• variance due to instability of the predictions of the surrogate models
  • If your models are stable, then

    • iterations of $k$-fold cross validation were not needed (they don't improve the performance estimate: the average over each run of the cross validation is the same).
    • However, the performance estimate is still subject to variance due to the finite number of test samples.
    • If your data structure is "simple" (i.e. one single measurement vector for each statistically independent case), you can assume that the test results are the results of a Bernoulli process (coin-throwing) and calculate the finite-test-set variance.
  • out-of-bootstrap looks at variance between each surrogate model's predictions. That is possible with the cross validation results as well, but it is uncommon. If you do this, you'll see variance due to finite sample size in addition to the instability. However, keep in mind that some pooling has (usually) taken place already: for cross validation usually $\frac{n}{k}$ results are pooled, and for out-of-bootstrap a varying number of left out samples are pooled.
    Which makes me personally prefer the cross validation (for the moment) as it is easier to separate instability from finite test sample sizes.

  • $\begingroup$ Also, I'm doing multi-label classification with four classifiers. So I want to look into the Micro and Macro F-measures across the 4 task. I assume the "combined" cross-validation would be even necessary in this case ? Also I'm not certain if the out-of-bootstrap is same as the "combined" CV method I'm mentioning above. There was also some discussion at stats.stackexchange.com/questions/4868/… $\endgroup$
    – user13420
    Commented Aug 20, 2012 at 14:37
  • 1
    $\begingroup$ @user13420: Thanks. I was thinking at the iteration level. At the moment I don't see much advantage of pooling the results for each fold. I'd rather look at average and variance across all samples (thus holding to the assumption that all surrogate models are equivalent - which is underlying the cross validation procedure and which is a hypothesis you probably won't be able to reject for a 10-fold cross validation on total 120 samples) for the 10 folds. $\endgroup$
    – cbeleites
    Commented Aug 20, 2012 at 22:08
  • 1
    $\begingroup$ @cbeleites - When you answered yes at the top of your answer - Do you mean that approach 1 as described at the top of the OP is recommended over 2 or viceversa? $\endgroup$
    – Josh
    Commented Oct 28, 2013 at 21:50
  • 1
    $\begingroup$ @Josh: that yes belongs to a part of the question which was deleted in some later (your?) edit of the question, where the OP asked whether iterations/repetitions should be run. Methods 1 and 2 yield the same result if the pooling weights for the number of cases, so IMHO the difference is bogus. I'll add a clarification to the answer. $\endgroup$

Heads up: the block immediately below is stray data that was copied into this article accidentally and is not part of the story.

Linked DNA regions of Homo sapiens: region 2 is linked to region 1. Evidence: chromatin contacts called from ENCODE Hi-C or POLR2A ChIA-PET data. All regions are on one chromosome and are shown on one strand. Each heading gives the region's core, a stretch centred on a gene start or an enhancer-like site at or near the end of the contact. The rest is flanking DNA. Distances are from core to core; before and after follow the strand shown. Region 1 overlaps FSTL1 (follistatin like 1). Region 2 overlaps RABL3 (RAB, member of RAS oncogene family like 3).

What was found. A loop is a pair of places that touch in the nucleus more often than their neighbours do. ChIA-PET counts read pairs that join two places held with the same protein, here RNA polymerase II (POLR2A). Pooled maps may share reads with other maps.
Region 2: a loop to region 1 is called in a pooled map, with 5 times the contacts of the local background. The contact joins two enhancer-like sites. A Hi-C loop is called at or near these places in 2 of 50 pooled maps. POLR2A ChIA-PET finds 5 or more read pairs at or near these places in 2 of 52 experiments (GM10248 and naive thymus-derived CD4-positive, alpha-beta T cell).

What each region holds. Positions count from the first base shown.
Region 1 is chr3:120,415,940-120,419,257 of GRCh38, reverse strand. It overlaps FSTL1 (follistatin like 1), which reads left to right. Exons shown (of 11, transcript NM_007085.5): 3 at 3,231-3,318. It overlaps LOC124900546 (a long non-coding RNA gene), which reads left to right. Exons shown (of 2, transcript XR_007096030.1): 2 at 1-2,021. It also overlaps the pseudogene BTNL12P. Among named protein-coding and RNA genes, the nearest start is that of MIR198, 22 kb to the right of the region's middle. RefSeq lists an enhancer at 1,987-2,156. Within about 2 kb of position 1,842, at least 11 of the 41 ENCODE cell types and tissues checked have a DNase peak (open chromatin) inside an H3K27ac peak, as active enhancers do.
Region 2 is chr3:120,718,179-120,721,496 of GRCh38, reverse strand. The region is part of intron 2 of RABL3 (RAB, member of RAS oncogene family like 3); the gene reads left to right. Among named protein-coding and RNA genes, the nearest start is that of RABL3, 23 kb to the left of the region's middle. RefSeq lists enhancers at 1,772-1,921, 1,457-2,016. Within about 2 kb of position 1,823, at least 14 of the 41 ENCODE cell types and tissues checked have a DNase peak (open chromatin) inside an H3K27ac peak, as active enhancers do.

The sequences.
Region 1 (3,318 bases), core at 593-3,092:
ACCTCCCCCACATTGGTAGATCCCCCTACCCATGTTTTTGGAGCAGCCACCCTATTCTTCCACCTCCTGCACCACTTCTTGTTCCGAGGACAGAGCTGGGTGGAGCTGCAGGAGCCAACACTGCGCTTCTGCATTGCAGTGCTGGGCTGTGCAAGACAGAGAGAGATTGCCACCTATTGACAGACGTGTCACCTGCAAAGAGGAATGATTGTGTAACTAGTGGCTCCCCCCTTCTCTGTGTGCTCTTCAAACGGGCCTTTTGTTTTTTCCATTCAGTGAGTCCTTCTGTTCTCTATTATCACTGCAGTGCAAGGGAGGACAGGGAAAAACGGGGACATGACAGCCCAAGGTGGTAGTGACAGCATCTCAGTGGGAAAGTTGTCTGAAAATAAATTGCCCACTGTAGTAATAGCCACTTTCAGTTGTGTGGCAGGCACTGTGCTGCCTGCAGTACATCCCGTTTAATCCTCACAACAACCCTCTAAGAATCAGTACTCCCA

– cbeleites
    Commented Oct 29, 2013 at 11:03
  • 2
    $\begingroup$ Thanks cbeleites - I added those clarifications because I found the wording of the original question a bit confusing. I hope my edits were for the better - I tried to highlight the dilemma better - but please let me know otherwise. All that said, when you mentioned that you find the difference bogus - I would like to note that @user13420 gets two substantially different results at the bottom of his OP when following approaches 1 or 2. I have found myself facing this dilemma myself. I believe the 2nd approach is more common though, but it would be great to get your take on it. $\endgroup$
    – Josh
    Commented Oct 29, 2013 at 13:38

You should do score(concatenation). It is a common misconception in the field that mean(scores) is the best way. It can introduce more bias into your estimate, especially on rare classes, as in your case. Here is a paper backing this up:


In the paper, they use "Favg" in place of your "mean(scores)" and "Ftp,fp" in place of your "score(concatenation)"

Toy Example:

Imagine that you have 10 fold cross validation and a class which appears 10 times, and happens to be assigned so that it appears once in each fold. Also the class is always predicted correctly but there there is a single false-positive in the data. The test fold containing the false positive will have 50% accuracy, while all other folds will have 100%. So avg(scores)=95%. On the other hand, score(concatenation) is 10/11, about 91%.

If we assume that that true population is well represented by the data, and that the 10 cross-validation classifiers well represent the final classifier, then real world accuracy would be 91%, and the avg(scores) estimate of 95% is way biased.

In practice, you will not want to make those assumptions. Instead you can use distribution statistics to estimate confidence, by randomly permuting the data and re-computing score(concatenation) multiple times, as well as bootstrapping.

  • $\begingroup$ This is a great paper! I think the result in the language of the original question (not used in the paper) is that when computing F score, use a "micro averaging" approach; specifically, sum the TP, TN, FP, FN from all folds, to get a single confusion matrix, and then compute F score (or other desired metrics). $\endgroup$ Commented Sep 20, 2016 at 15:35